With the recent acquisition of Cornershop, Rappi’s $200M round and Uber Eats continued expansion, Latin America’s last mile delivery market has heated up. In November, Movile’s iFood blew it out of the water by raising another $400M to continue to expand the business. In the past 10 years, over 50% of the region connected to the Internet, creating a booming market for e-commerce and other online businesses. The growth of food delivery startups, especially in Latin America’s biggest markets, has been propelled by this trend. The Brazilian market leader is iFood, with over 6 million users, 1000 employees, and 10,000 independent delivery drivers.
In this episode of Crossing Borders, I sat down with iFood CEO, Carlos Moyses, to talk to him about the delivery market opportunity, iFood’s growth through acquisitions in the early 2010s, building culture across borders, and Carlos’ personal story from finance to startups. Check out this episode to learn why some of the biggest players in Brazil’s startup ecosystem have backed this food delivery business.
If you don’t believe entrepreneurship is a grueling job, just ask Ignacio Guglielmetti. Ignacio says he has never worked harder than he does for his startup Cuida Mi Mascota, and he used to be a management consultant – one of the most demanding jobs out there. His path from consulting to building a pet-sitting startup was far from clear; it took him to the Netherlands, USA, Mexico, Argentina, Puerto Rico, and Brazil. One might say that Ignacio knows a thing or two about doing business across borders.
In this episode of Crossing Borders, I invited Ignacio to discuss his two startups, how he studied in Buenos Aires and Rotterdam, what it was like to merge with a competitor in Latin America, having a startup acquired, the difference between all the accelerators Ignacio has participated in (three, in three different countries!), and how Ignacio became an angel investor. Check out this episode to learn about doing business across Latin America’s biggest economies, including how to do business in Brazil as a Spanish-speaking entrepreneur.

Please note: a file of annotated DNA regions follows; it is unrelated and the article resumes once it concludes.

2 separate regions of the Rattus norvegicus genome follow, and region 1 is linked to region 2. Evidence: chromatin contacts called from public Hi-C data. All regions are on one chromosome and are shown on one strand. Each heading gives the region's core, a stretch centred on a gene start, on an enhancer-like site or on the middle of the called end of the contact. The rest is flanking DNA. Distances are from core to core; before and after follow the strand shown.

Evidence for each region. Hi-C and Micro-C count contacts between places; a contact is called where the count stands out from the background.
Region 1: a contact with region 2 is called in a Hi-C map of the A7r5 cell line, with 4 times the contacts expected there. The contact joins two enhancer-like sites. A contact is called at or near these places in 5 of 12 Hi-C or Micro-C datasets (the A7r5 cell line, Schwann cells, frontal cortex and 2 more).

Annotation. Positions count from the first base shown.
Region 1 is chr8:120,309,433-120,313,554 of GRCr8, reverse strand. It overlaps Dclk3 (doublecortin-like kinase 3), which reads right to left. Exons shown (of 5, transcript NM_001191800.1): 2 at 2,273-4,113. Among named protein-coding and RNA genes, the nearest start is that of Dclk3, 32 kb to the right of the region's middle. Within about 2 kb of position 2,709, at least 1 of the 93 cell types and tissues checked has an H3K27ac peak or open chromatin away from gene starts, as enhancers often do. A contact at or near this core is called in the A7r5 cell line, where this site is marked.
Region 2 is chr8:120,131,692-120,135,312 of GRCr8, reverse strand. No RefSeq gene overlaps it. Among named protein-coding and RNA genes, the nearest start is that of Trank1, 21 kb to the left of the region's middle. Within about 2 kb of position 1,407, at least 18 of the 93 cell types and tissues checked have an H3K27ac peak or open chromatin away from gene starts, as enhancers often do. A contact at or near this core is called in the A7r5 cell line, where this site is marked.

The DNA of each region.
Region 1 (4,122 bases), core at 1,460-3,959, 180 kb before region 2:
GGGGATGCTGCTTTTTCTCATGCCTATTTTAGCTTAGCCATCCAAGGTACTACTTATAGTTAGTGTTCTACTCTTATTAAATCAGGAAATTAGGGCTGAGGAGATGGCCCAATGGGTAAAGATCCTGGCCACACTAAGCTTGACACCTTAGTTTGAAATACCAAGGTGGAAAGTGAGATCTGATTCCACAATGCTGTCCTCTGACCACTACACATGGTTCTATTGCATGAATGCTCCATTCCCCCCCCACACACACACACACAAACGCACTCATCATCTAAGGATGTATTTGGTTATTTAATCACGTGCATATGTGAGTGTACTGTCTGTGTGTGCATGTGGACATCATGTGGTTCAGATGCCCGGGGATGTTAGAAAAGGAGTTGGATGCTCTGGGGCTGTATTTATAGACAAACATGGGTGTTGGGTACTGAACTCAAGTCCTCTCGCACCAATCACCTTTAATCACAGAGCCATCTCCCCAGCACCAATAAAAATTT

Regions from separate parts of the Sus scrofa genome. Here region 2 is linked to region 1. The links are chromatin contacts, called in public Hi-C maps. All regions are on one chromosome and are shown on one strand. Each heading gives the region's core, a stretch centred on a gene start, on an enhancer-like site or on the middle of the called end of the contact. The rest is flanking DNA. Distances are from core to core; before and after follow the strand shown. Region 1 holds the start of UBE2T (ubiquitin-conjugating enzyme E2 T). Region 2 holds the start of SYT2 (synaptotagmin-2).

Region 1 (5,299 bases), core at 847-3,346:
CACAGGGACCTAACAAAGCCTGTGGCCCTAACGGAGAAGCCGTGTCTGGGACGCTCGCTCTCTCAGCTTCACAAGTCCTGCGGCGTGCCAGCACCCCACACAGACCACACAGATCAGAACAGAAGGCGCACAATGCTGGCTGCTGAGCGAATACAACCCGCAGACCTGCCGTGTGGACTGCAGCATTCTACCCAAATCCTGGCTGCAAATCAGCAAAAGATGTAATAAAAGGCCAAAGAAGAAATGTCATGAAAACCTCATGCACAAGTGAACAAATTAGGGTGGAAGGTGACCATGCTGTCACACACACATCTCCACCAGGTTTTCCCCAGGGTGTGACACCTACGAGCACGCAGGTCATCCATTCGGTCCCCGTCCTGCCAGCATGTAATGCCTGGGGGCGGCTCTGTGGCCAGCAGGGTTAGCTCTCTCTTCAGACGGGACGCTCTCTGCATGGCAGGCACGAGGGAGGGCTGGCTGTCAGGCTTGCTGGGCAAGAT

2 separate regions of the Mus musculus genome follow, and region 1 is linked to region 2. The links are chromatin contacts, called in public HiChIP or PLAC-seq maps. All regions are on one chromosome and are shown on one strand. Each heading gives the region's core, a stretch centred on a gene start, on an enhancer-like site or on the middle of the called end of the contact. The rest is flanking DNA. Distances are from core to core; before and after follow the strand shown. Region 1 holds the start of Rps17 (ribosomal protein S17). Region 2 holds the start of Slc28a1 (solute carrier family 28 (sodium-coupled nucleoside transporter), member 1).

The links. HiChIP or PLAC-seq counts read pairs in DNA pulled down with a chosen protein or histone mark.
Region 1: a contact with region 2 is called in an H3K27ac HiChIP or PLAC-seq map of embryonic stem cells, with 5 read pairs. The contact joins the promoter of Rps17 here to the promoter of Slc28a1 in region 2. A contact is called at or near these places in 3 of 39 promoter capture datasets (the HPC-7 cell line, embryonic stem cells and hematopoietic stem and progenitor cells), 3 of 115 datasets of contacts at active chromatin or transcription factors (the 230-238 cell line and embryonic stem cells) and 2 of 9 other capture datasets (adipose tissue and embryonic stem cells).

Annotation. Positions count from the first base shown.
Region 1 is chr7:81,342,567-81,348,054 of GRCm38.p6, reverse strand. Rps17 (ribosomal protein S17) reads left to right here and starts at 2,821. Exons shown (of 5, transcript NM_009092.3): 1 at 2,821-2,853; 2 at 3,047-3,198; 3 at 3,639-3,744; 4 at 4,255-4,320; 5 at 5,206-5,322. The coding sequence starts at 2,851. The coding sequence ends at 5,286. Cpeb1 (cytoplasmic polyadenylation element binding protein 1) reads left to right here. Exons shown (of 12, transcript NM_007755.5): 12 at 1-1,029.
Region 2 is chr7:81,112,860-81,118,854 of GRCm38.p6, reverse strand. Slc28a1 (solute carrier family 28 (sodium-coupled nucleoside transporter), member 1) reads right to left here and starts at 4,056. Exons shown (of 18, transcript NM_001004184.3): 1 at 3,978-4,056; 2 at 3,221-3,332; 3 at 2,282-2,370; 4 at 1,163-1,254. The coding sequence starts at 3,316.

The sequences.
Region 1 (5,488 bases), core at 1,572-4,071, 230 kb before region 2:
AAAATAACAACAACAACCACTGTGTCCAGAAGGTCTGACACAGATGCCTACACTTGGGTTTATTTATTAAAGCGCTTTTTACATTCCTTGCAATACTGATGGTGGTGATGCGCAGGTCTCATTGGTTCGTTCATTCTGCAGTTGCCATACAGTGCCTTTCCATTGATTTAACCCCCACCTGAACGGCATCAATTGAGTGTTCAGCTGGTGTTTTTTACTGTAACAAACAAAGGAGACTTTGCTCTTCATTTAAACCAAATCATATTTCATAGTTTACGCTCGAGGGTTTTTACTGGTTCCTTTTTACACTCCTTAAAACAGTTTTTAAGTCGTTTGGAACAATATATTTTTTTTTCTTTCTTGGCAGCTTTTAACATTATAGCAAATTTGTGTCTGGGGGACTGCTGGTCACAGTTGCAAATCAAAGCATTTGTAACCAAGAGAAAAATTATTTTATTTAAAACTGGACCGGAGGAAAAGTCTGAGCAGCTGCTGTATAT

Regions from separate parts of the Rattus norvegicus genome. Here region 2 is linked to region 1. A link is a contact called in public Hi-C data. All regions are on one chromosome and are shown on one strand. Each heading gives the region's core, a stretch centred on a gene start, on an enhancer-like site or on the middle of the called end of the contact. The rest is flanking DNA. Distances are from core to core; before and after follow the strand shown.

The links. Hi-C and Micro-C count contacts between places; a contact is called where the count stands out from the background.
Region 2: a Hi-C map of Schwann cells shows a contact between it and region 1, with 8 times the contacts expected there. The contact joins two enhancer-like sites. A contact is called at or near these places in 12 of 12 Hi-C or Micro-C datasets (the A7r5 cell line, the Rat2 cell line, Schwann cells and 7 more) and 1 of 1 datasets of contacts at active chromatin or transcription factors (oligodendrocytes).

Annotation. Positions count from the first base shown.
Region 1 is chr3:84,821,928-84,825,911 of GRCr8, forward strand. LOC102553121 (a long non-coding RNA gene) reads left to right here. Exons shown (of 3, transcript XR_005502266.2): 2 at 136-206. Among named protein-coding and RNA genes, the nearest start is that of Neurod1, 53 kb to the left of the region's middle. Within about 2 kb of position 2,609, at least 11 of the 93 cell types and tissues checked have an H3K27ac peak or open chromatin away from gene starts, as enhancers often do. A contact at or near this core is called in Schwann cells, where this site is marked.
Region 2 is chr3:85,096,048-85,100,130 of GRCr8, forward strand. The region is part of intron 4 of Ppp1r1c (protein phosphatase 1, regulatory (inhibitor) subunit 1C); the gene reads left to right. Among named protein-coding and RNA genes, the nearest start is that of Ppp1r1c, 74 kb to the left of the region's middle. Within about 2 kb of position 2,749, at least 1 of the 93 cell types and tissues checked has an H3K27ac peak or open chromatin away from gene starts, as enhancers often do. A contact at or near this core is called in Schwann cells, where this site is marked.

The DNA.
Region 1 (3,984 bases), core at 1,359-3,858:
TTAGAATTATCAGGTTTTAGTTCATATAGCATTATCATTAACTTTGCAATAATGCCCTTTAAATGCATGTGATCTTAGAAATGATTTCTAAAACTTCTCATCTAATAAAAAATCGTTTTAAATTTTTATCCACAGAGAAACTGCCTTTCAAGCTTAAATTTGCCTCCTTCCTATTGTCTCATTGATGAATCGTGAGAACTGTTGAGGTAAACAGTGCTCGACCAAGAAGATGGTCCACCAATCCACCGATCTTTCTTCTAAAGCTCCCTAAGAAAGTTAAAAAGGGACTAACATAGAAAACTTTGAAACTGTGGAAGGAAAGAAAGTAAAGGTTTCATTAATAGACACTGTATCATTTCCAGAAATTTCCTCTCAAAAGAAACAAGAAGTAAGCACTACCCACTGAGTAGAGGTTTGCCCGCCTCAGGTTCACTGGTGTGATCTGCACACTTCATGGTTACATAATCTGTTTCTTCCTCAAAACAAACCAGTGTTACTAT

Blockchain and cryptocurrency initiatives in Brazil are a double-edged sword. While startups and government agencies work to implement blockchain technologies to increase compliance and reduce corruption, Brazil’s 35th President, Lula da Silva, is on his way to prison in part for a Bitcoin-based money-laundering scandal.
Brazil, like the rest of the G20, sees cryptocurrencies as assets rather than legal tender. However, one of São Paulo’s most prestigious universities debuted a Cryptocurrencies Masters’ program this year, so it is unclear where Brazil will land on this contentious debate. What’s more, Brazil’s private and public sectors are rapidly adopting blockchain technology to manage the political and economic challenges of a population of 210 million people.
Here are some of the ways governments and businesses are implementing blockchain and cryptocurrencies in Brazil.
Blockchain and the Brazilian government
The Brazilian government already uses blockchain in a variety of ways for their operations. Two of the most prominent initiatives include a way to regulate land titles in the Amazon as well as a management system for Brazil’s ‘popular petition’ electoral process.
Brazil’s economy experienced ups and downs over the past decade. Almost immediately after Forbes published an article raving about Brazil’s entrepreneurial potential in 2012, Brazil entered one of the most disastrous economic crises in the region. Just this year, stories of political corruption, monetary deflation, and falling commodity prices have plagued Latin America’s largest country.
Brazil is a country of contradictions. In the first three months of 2018, Brazil produced three new startup unicorns. The first was 99, acquired by Didi Chuxing for a rumored US$1B. Then in quick succession, PagSeguro reached US$2.7B in its January 2018 IPO (the 5th highest IPO ever), and Nubank became the third unicorn of 2018 with a US$150M Series E round in March 2018.
As the largest market in Latin America, with a population of over 210 million people, Brazil is still the most attractive country for investment and growth in the region for many investors. Despite the economic downturn, international investors often look to Brazil first when they want to enter the Latin American market. Many tech giants, such as Google, Uber, Airbnb, and Amazon, have built offices in São Paulo before moving into other Latin American markets. Many entrepreneurs look to invest in Brazil for their long-term growth strategies, as well.